The landfill hadn’t been active since the ’80s, but its proximity to Big Creek posed a problem. Throughout the history of Cleveland, many of our waterways have experienced extreme degradation due to their proximity to severe industrial uses. Community members told us that efforts to add more hazardous materials to the landfill were defeated by residents in the early 2000s. The site was chosen for restoration.
The Land Conservancy later held community meetings to determine the future of the space. A trail was planned to connect an existing route to the Cleveland Metroparks Zoo, but community members didn’t want the park to just be a place for people to walk through. So additional trails were added to traverse the park itself.
Trail construction finished in December 2020, and ecological restoration was completed in the spring and summer of 2021, including tree plantings, invasive species treatment, meadow restoration, and green infrastructure.
Today, Brighton Park makes Old Brooklyn more walkable and bikeable. The ecological restoration of the property additionally improves the quality of surface water runoff, increases the viability of habitat on the former landfill, and adds to the city’s tree canopy.
Derek Owens Memorial Park
On Feb. 29, 2008, Patrol Officer Derek W. Owens was shot while responding to a call to a vacant house in Cleveland’s Mt. Pleasant neighborhood. He died of his injuries on March 1, at the age of 36.
By all accounts, Owens was a loving, joyful person. He graduated from the Police Academy in Cleveland in 1999 and worked in the Fourth District for almost 10 years.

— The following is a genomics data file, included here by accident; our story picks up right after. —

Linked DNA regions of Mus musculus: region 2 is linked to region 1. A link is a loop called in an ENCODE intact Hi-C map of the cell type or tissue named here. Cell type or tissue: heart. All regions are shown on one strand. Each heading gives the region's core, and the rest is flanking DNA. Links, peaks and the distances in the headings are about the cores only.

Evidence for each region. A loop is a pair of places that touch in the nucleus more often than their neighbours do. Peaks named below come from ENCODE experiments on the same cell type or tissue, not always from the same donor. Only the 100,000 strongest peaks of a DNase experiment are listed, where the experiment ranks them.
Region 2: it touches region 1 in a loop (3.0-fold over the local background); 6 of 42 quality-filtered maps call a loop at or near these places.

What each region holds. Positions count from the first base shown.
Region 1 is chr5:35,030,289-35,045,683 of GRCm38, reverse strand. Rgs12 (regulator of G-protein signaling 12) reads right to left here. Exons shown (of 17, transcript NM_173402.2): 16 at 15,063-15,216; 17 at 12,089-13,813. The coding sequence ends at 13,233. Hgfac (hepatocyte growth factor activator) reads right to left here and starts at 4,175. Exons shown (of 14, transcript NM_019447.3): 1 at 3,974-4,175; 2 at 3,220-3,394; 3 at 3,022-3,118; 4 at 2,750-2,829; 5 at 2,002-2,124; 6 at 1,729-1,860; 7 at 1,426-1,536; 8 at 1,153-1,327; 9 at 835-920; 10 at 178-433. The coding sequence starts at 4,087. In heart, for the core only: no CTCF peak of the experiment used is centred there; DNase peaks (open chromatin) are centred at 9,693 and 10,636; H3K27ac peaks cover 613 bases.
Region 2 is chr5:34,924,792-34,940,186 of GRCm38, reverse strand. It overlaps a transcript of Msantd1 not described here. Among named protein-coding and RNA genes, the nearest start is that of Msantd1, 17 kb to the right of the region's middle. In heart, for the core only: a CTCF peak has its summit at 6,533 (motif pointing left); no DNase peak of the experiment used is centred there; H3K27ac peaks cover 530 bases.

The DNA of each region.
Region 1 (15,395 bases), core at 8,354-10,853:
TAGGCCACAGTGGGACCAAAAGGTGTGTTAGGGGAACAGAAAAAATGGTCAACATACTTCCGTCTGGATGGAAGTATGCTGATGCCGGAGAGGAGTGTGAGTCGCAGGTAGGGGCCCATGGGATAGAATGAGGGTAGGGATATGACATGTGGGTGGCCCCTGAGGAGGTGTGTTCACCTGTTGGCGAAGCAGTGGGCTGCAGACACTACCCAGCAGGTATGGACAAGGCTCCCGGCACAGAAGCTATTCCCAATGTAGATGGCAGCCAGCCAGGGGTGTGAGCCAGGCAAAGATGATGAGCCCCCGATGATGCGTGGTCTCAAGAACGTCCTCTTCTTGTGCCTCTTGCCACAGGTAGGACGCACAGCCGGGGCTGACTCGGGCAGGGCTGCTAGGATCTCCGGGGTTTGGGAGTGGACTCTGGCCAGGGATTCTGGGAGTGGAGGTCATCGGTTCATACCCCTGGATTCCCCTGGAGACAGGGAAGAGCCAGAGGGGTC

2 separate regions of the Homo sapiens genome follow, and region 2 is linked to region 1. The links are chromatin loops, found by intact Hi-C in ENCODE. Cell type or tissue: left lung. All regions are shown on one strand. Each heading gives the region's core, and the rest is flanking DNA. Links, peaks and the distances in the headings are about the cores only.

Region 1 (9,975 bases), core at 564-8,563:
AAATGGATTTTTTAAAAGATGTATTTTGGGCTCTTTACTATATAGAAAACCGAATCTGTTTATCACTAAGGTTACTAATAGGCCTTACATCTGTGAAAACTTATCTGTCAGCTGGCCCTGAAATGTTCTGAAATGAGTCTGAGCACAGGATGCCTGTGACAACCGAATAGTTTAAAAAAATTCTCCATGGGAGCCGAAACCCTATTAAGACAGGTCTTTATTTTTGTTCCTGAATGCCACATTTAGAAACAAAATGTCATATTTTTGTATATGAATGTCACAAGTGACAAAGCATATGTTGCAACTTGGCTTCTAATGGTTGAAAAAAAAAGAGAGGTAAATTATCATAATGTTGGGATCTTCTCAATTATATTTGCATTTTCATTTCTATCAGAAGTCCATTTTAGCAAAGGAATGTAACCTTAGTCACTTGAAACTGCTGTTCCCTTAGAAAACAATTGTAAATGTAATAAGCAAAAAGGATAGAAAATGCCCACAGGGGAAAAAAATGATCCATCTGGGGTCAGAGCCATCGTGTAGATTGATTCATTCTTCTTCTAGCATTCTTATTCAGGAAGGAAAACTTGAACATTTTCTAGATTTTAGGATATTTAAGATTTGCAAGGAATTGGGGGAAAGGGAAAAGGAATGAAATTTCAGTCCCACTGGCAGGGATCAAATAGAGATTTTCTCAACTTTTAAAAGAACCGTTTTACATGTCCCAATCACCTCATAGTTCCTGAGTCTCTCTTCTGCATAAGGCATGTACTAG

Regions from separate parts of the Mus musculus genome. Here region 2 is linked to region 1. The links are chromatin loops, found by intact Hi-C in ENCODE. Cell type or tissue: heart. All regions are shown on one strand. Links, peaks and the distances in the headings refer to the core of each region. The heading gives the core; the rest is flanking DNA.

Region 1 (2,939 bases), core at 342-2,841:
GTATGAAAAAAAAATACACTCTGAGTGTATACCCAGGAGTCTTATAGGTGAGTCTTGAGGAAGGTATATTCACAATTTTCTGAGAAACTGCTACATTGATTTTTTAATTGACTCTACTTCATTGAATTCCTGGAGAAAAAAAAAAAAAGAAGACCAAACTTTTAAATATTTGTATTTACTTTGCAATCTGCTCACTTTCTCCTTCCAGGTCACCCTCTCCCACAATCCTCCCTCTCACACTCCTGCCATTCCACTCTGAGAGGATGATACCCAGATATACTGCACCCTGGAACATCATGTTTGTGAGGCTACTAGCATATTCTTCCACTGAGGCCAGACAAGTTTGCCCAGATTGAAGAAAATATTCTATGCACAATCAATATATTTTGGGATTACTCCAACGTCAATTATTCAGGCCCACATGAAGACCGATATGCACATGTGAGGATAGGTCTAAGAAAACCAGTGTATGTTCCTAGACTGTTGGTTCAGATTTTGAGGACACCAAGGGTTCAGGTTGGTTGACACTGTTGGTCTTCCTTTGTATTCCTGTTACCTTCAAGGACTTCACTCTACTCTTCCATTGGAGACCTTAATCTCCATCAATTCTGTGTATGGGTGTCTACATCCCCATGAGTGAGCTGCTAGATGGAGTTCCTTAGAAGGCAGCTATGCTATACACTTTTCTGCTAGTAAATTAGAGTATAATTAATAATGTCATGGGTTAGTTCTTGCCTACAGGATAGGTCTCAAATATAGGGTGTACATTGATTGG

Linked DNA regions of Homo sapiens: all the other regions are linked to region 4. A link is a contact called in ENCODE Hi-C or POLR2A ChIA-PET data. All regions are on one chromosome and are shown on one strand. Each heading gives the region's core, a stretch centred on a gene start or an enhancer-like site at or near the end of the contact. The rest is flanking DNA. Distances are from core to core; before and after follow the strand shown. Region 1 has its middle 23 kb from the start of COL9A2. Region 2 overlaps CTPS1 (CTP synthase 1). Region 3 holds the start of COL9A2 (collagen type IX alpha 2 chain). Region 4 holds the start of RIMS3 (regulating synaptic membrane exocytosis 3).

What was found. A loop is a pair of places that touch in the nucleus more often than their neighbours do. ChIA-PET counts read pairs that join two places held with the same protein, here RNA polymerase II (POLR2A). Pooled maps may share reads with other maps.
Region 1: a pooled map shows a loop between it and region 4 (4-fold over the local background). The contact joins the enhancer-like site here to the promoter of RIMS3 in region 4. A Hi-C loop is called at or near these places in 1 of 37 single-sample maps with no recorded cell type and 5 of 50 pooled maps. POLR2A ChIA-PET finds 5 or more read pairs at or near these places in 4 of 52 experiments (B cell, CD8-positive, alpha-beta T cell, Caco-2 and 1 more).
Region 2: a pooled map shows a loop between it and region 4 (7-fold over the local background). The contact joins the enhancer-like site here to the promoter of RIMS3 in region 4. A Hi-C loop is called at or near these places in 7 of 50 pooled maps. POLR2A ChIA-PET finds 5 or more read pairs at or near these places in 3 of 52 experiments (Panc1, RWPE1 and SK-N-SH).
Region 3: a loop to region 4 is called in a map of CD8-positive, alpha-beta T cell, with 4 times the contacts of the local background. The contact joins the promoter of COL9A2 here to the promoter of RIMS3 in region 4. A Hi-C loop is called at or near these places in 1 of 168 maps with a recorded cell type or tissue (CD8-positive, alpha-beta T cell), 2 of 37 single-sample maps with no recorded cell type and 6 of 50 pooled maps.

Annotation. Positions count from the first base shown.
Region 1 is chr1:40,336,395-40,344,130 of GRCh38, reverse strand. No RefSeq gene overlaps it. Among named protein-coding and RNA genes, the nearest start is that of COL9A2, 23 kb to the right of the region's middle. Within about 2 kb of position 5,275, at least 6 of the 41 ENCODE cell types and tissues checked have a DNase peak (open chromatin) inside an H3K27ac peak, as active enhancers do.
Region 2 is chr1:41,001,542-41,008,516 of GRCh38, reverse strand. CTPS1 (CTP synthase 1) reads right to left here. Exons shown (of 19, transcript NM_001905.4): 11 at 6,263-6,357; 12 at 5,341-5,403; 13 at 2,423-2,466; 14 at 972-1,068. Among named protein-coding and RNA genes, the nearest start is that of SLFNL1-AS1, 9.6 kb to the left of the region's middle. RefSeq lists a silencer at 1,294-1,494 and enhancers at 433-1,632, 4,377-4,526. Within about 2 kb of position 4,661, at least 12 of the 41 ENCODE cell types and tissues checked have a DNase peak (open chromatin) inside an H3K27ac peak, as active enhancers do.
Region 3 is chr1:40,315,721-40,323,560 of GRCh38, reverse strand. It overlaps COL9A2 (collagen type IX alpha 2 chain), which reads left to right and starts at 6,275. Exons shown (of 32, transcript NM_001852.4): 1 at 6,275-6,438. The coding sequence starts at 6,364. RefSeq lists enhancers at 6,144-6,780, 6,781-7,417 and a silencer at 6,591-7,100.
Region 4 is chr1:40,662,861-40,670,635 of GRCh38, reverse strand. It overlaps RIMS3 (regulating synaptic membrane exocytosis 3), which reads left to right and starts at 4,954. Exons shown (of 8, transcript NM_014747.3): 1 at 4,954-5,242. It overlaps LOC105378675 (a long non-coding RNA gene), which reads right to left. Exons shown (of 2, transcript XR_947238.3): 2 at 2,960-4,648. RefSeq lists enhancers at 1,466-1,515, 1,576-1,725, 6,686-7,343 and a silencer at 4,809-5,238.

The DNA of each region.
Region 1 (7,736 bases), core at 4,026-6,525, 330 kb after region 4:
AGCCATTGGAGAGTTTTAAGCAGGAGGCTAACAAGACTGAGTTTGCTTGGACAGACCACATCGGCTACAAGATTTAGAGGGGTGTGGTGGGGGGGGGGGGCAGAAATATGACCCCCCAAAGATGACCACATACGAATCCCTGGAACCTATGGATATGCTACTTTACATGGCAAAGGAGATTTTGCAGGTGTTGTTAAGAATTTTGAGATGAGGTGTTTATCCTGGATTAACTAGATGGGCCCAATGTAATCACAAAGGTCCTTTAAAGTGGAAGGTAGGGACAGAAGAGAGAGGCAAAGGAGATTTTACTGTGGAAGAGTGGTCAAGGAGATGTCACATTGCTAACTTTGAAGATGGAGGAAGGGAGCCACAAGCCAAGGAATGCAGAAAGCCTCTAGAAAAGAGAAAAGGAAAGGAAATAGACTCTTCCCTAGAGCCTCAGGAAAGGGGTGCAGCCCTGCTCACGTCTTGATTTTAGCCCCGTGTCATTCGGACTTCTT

Nearly a decade after Owens’ death, the Cleveland Police Foundation (CPF) convened a conversation with his family at the Saint Luke’s Foundation, a community-centered philanthropy that serves the southeast Cleveland community and is located less than a mile from where Officer Owens fell. The idea was born that CPF would take ownership of the vacant lots where Officer Owens responded to the 2008 call, and transform the land into a living memorial.
Handling the complexities of rebuilding after trauma requires time spent listening to people in the affected community. This enables a better understanding of the stakeholders in the project, and why they’re connected. Derek Owens’ murder was a trauma to his family, to his colleagues, and to residents of the neighborhood where he was shot. But policing itself has also traumatized communities, and a memorial like this one is at once a public asset and a reminder of a violent event.